DR. FORD: Working with a small group was effective, because your other kids are so well engaged independently. Can you talk a little bit about how you lay a foundation for that independence, that self regulation. What do you do to foster that?
HEATHER PERIA: We do some modeling of it with fishbowl modeling. You know, where I'd have a couple kids come up and I use a timer, and we'd kind of watch. What does it look like when somebody reads uninterrupted for five minutes? Then we just keep adding time. Then, we try it. Then we talk about what to do so you can sustain it.
I want you to think like inventors and think about the future. This is just a prompt that you're going to take with you for writing. I want you to think about how you would look at some really common inventions that we use every day, and how you could evaluate these and decide how you could make them better. Inventors look at something and they use criteria. And they evaluate it, and they think about what's good and what could be better and how they could change it. You're going to be the future generation. I'm really looking forward to what you are going to use your critical thinking skills to invent.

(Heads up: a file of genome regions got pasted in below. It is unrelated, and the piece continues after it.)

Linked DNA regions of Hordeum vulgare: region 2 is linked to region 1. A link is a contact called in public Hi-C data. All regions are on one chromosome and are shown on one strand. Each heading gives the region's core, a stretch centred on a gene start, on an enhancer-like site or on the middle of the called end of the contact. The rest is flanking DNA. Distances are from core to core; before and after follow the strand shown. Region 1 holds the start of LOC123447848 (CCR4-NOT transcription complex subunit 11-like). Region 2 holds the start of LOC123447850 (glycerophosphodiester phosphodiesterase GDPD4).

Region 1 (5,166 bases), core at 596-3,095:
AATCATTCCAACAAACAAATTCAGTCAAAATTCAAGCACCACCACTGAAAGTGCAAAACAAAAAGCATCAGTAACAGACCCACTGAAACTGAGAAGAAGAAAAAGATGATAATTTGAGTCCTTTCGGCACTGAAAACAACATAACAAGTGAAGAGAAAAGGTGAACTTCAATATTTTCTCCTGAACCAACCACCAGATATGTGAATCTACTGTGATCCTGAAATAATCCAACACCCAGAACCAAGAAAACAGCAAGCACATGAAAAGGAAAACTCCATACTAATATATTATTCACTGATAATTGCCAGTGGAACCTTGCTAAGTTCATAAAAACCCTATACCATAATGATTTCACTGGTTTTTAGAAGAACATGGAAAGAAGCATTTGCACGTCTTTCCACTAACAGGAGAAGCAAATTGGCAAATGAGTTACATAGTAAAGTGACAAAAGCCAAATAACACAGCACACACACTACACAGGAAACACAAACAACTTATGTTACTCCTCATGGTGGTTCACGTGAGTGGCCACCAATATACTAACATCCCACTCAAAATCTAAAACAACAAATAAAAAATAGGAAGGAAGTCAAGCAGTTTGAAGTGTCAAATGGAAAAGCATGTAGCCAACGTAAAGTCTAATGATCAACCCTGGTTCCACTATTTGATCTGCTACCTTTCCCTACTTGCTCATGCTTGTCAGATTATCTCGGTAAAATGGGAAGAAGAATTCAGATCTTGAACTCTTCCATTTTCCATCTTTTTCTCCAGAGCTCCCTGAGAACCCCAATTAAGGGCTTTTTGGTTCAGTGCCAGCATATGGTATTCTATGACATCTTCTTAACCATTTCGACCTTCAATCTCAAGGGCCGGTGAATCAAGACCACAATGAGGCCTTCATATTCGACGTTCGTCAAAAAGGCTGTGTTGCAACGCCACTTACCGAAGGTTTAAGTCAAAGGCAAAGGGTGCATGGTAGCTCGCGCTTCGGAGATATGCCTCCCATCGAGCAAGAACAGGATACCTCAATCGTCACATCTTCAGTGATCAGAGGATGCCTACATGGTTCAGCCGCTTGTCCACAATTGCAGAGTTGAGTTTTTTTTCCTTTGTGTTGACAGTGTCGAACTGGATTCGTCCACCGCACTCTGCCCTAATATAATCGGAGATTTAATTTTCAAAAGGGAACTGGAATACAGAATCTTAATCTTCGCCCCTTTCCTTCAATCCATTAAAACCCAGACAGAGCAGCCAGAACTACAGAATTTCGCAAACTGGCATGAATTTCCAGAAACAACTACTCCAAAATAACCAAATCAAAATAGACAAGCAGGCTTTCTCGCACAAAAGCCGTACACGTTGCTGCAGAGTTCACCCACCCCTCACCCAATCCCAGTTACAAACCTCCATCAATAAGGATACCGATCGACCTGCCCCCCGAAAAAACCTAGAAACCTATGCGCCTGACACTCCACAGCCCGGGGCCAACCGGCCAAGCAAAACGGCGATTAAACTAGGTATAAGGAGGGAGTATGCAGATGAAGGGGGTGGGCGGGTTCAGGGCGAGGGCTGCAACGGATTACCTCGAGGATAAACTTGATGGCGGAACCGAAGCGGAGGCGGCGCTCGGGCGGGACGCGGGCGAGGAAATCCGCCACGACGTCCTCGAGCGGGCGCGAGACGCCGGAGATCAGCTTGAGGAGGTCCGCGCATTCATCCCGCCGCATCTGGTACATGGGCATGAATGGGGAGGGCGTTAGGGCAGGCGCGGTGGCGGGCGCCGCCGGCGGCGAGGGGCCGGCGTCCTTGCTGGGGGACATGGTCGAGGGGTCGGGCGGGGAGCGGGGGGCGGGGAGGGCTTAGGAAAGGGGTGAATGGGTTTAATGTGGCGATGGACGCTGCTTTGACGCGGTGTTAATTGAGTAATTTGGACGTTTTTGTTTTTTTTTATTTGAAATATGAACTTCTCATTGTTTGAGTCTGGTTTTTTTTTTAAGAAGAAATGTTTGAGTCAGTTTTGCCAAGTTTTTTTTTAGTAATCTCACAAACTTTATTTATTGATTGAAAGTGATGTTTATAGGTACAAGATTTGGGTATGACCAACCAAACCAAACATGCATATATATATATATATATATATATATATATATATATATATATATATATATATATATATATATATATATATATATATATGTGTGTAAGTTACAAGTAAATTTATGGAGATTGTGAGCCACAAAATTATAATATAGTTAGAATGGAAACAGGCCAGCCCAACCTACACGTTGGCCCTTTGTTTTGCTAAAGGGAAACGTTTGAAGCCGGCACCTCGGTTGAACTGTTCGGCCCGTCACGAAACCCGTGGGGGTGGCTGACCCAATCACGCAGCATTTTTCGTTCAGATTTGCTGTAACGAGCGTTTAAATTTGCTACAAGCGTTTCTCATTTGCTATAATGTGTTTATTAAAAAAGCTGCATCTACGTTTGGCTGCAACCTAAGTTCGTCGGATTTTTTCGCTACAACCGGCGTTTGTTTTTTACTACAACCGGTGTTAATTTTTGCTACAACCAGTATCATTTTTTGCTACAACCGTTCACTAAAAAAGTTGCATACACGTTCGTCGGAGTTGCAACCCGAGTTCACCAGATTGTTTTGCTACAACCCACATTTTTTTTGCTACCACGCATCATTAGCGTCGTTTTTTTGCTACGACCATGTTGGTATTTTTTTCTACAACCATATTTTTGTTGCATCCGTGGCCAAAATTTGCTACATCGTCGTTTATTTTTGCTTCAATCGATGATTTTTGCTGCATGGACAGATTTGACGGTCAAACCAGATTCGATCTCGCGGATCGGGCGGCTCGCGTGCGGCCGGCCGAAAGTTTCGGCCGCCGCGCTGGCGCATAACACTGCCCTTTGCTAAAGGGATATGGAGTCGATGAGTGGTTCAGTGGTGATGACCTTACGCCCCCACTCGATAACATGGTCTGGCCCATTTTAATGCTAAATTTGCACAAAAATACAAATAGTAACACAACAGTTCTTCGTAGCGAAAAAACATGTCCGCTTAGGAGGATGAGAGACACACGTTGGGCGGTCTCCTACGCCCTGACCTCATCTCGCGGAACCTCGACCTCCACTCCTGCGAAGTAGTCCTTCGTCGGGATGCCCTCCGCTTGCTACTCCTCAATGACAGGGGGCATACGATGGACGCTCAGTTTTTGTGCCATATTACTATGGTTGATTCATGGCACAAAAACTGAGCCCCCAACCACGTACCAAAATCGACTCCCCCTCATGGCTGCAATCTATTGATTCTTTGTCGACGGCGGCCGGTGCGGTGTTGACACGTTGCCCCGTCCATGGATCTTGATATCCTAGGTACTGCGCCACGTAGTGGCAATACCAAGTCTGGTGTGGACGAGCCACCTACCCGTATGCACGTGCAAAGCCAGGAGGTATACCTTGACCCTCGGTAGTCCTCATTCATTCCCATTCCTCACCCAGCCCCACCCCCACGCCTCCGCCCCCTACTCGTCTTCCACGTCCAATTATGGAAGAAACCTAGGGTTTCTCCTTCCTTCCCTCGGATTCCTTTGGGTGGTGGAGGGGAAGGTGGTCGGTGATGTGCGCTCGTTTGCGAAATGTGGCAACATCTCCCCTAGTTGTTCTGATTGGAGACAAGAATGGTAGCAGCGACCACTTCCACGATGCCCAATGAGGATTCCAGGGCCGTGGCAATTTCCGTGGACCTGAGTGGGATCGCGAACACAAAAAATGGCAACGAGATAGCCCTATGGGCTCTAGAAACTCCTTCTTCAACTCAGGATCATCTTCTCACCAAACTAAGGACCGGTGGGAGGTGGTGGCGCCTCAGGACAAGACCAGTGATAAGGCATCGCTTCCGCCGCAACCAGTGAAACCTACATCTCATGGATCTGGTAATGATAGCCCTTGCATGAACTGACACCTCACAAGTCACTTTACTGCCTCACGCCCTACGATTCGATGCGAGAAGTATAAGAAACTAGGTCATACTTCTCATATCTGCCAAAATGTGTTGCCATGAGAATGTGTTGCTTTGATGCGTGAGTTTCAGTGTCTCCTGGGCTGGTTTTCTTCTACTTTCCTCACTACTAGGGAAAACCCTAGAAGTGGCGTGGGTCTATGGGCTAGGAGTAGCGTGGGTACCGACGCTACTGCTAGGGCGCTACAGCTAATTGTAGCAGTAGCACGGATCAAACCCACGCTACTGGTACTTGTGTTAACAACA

DR. FORD: How would you follow up what you did today? What do you see as the next step for the students that you were working with, or for the strategy of evaluation?
HEATHER PERIA: I'm still not sure they were understanding the idea of actually evaluating the "Time for Kids" as a magazine. You now, they kept going on this tangent of wanting to talk about the actual inventions. So, maybe find some texts that were similar and just sort of repeat the process. I guess, look for texts that would lend themselves towards similar type discussions.
DR. FORD: Let me just say, as somebody who's really watched guided reading in a lot of classrooms, it's very interesting to see how you handled this kind of a lesson with alternative text and third graders. Very interesting. Thank you.